The Wilmington Jewish Film Festival Continues to Grow
When Enosh Cassel, of Israel, took his brother Hannan, who has Down syndrome, on a three-week trek in the Himalayas, Cassel documented their journey on film, never anticipating what might unfold.
The brothers’ story ended up igniting a wave of reaction among relatives wanting to do the same thing. And so they did. A group of people with Down syndrome and their siblings hiked the Himalayas with their brothers and sisters in an emotional tale so captivating it too was captured on video and turned into the documentary My Hero Brother, directed by Yonatan Nir.
My Hero Brother will be among nine award-winning international films showcased at this year’s Wilmington Jewish Film Festival, now in its fifth year.
“These are films through distributors, and they represent ten different countries – nine films from ten countries over eight dates – a world of Jewish film,” says PEGGY PANCOE ROSOFF, who co-founded the local film festival with friend BEVERLY SCHONINGER. The inaugural one took place in 2014.
The festival has grown from being organized by Schoninger and Rosoff and a couple volunteers to a team of more than forty individuals.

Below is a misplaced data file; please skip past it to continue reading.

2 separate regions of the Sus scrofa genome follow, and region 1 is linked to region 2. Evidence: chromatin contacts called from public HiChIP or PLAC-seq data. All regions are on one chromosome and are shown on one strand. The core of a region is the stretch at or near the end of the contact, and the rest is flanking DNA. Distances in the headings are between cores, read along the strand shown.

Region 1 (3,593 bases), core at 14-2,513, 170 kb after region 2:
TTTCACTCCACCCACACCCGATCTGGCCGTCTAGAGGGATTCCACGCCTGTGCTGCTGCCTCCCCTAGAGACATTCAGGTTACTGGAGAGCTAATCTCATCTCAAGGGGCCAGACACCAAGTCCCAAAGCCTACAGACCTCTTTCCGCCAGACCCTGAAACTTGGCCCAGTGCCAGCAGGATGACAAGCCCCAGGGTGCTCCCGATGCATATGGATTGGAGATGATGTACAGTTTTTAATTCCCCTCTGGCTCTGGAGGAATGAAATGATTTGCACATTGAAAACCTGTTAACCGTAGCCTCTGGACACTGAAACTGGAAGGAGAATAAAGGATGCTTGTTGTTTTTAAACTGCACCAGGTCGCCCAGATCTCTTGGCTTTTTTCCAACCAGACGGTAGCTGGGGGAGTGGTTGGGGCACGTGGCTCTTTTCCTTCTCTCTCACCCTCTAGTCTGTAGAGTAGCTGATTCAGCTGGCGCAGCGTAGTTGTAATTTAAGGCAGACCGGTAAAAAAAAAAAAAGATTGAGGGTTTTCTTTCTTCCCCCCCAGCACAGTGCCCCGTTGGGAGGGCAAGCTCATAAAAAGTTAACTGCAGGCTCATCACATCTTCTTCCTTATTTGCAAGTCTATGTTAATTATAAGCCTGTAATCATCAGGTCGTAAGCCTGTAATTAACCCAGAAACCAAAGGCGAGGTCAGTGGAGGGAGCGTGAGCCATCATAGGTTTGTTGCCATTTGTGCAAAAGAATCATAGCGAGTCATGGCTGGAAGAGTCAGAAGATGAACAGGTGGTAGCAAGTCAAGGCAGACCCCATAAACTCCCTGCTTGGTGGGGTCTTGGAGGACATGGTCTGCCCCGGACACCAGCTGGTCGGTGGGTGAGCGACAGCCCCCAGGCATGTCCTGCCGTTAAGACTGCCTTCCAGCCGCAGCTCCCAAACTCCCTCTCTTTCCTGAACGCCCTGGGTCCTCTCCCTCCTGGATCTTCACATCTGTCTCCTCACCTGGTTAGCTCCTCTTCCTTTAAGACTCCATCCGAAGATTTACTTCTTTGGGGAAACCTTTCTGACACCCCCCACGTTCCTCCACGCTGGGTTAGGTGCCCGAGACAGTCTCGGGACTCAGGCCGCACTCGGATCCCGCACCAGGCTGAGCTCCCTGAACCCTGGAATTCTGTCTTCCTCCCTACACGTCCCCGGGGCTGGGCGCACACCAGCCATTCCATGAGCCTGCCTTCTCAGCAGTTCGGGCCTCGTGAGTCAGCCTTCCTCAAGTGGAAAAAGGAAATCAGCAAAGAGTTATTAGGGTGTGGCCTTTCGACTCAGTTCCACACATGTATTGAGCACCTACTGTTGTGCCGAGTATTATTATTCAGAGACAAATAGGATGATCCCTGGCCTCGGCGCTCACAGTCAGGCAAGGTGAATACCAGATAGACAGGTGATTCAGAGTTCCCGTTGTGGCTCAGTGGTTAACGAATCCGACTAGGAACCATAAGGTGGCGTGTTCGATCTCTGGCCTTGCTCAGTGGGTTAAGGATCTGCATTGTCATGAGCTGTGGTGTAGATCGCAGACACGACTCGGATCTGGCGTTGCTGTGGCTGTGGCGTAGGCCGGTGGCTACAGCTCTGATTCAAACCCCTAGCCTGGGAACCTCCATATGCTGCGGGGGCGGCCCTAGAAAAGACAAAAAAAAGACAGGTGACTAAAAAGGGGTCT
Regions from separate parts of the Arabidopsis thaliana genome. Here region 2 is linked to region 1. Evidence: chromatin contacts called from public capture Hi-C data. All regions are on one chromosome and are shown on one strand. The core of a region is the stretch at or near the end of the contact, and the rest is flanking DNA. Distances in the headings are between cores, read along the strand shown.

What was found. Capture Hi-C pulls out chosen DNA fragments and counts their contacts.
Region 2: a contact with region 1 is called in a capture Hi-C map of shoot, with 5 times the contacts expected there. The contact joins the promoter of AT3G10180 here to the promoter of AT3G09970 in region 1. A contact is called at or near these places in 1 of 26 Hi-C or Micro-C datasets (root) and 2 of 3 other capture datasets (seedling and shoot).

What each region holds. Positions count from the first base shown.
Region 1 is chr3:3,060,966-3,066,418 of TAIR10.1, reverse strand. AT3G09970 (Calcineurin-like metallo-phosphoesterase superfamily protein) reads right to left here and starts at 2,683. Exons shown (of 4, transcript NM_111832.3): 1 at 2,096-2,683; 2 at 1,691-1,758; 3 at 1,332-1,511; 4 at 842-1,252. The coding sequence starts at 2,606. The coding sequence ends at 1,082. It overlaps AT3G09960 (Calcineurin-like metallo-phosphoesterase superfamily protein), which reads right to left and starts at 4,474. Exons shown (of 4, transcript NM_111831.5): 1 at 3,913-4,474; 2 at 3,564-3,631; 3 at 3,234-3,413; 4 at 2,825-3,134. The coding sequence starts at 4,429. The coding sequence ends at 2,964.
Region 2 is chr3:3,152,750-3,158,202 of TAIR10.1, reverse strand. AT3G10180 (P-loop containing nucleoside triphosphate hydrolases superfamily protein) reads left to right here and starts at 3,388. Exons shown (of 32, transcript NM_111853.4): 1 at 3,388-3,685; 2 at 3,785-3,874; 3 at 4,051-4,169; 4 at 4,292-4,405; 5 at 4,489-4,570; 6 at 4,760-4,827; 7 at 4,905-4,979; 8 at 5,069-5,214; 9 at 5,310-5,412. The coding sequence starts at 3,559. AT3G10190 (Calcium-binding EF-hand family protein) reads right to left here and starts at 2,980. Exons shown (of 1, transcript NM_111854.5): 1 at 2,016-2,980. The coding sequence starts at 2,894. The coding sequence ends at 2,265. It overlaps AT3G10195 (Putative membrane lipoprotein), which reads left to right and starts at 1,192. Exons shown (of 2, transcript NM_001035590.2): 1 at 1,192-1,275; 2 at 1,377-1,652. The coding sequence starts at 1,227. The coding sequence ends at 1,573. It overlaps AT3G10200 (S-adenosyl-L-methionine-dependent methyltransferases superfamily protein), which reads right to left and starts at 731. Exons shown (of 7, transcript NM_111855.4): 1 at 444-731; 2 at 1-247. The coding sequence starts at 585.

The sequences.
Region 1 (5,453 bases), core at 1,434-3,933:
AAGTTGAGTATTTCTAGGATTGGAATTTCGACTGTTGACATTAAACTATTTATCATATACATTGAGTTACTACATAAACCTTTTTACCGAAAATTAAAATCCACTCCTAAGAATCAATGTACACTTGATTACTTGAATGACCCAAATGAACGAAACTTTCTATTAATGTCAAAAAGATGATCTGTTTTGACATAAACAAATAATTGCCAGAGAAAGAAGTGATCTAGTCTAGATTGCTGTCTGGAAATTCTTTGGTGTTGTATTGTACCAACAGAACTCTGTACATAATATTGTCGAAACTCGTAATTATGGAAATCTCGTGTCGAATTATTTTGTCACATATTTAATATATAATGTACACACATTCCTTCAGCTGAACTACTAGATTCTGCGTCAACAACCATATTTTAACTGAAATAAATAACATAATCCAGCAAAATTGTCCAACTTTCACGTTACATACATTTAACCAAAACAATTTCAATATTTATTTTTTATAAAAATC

The festival’s length and the number of films screened each year also has grown.
A unique festival trademark is its mini post parties of food and beverage following each screening that deepen the experience, organizers say.
“We had a gentleman come who did not fit the profile of a film festivalgoer, so he stood out. We engaged in conversation, and I thought, ‘Wow, we’re doing exactly what I wanted. We’re educating, informing, bringing people together, helping create a community,’” Schoninger says.
In 2015, Steven Spielberg’s sister, Nancy, whose documentary Above and Beyond was shown, came in person to see it and treated festivalgoers to a question-and-answer session.
Among the 2018 festival picks, in addition to My Hero Brother, is a psychological thriller Shelter, a drama An Israeli Love Story, a documentary on Sammy Davis Jr., and a comedy called Across the Line.
All will be shown at Thalian Hall over eight days beginning April 22. Each film has been carefully chosen by the festival’s film selection committee. “We wanted to make sure we have high-quality educating and informative film, nothing below par,” Schoninger says.
The Wilmington Jewish Festival is presented in association with the United Jewish Appeal of Wilmington, and this year’s festival chair is DEBBIE SMITH.
New this year is an art exhibit, Jewish Art: Diverse Cultures, on display during the film festival with works displayed at Thalian Hall and Art in Bloom Gallery. Proceeds from sales of the selected works benefit the festival, Thalian Hall, and contributing artists.
For this year’s schedule, including trailers and ticket info, go to wilmingtonjff.org.
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